Kim et al. Page 4700

ATR is an essential component of the DNA damage cascade, and inhibition of ATR has led to cancer cell cytotoxicity in preclinical models. In this phase I trial, Kim and colleagues assessed the combination of the ATR inhibitor ceralasertib and paclitaxel in patients with advanced solid tumors. This combination was well tolerated. In the full cohort, an ORR of 22.6% was observed. However, in patients with melanoma who developed resistance to checkpoint inhibition, the ORR was 33.3%. Furthermore, patients with elevated LDH were shown to respond. Further clinical study of this combination is warranted.

Tuscano et al. Page 4726

The combination of rituximab and lenalidomide was previously determined to be effective for indolent non-Hodgkin lymphoma. To expand on the understanding of this treatment strategy, Tuscano and colleagues examined data from two phase 2 trials of this combination to assess long-term survival and identify predictive biomarkers. An ORR of 82% was observed for patients with both previously untreated and relapsed/refractory disease. Durable remissions were observed, some lasting longer than 10 years. GranB+ CD8+ T cells were correlated with long-term complete responses, as was elevated plasma IFNγ. In pre-treatment samples, low IDO2 expression was correlated with long-term complete response. These results, while encouraging, should be further validated in additional clinical trials.

Di Giacomo et al. Page 4737

The long-term efficacy of checkpoint inhibitors in asymptomatic melanoma brain metastases is presently unknown. In this clinical setting, the phase III study NIBIT-M2, by Di Giacomo and colleagues, with combined treatment of ipilimumab plus nivolumab, led to a remarkable 5-year survival of 41%. Early and delayed treatment-related toxicity was limited. Survival was higher in patients with BRAF-mutant brain metastases compared to patients with BRAF-wild type brain metastases. The durability of response indicates that ipilimumab, combined with nivolumab, is presently the most effective long-lasting systemic treatment for melanoma patients with asymptomatic brain metastases and should be carefully evaluated against surgery or radiotherapy.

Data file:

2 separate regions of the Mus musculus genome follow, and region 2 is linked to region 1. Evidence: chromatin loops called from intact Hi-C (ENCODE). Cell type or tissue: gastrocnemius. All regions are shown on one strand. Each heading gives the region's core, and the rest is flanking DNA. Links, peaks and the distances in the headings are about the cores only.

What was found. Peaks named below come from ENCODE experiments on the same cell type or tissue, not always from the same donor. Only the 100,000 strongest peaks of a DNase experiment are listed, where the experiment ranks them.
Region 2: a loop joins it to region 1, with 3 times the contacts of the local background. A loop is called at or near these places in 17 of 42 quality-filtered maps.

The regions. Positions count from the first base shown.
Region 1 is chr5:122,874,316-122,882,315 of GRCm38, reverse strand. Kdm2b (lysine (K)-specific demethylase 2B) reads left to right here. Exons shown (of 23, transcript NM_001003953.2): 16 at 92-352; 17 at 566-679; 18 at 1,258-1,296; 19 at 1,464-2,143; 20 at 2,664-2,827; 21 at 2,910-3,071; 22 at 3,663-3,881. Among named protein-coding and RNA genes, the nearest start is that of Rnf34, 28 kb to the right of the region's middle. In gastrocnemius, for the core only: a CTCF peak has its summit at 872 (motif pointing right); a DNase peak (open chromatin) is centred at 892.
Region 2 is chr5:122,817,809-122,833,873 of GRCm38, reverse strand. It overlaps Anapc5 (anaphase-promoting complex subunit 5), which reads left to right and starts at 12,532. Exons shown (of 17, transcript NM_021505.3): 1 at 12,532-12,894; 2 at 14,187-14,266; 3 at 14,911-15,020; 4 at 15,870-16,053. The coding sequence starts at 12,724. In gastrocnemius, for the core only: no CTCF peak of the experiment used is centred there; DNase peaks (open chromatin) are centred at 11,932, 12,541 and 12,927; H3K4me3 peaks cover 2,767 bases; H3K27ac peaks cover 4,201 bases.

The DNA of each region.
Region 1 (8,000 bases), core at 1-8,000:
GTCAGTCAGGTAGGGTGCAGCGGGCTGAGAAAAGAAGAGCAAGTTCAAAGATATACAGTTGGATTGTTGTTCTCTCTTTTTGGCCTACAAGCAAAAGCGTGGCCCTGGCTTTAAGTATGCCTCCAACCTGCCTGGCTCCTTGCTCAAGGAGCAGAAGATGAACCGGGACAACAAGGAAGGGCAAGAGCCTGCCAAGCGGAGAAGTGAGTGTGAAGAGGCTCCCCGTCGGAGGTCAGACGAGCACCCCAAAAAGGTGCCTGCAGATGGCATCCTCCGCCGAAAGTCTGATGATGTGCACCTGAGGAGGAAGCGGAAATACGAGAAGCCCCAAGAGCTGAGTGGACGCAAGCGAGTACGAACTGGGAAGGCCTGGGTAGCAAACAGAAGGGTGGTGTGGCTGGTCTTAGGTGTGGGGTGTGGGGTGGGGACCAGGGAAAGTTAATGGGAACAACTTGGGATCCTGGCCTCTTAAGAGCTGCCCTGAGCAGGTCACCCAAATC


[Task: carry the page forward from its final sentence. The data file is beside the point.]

Calagua et al. Page 4836

Prostate cancer is generally considered poorly immunogenic, with rare infiltration of lymphocytes and low tumor expression of programmed death-ligand 1 (PD-L1). However, Calagua and colleagues examined high-risk localized prostate cancers and found that approximately one-quarter expressed PD-L1 and were T-lymphocyte-infiltrated. T-cell subsets included exhausted progenitors and differentiated effectors. Surprisingly, overall T-cell density and T-cell subsets were similar to those in kidney cancers. Immunogenic cases were characterized by losses of key tumor suppressors, BRCA2, RB1, and CHD1. Together, these findings identify an immunogenic subset of prostate cancer that may be more effectively targeted by immunotherapies.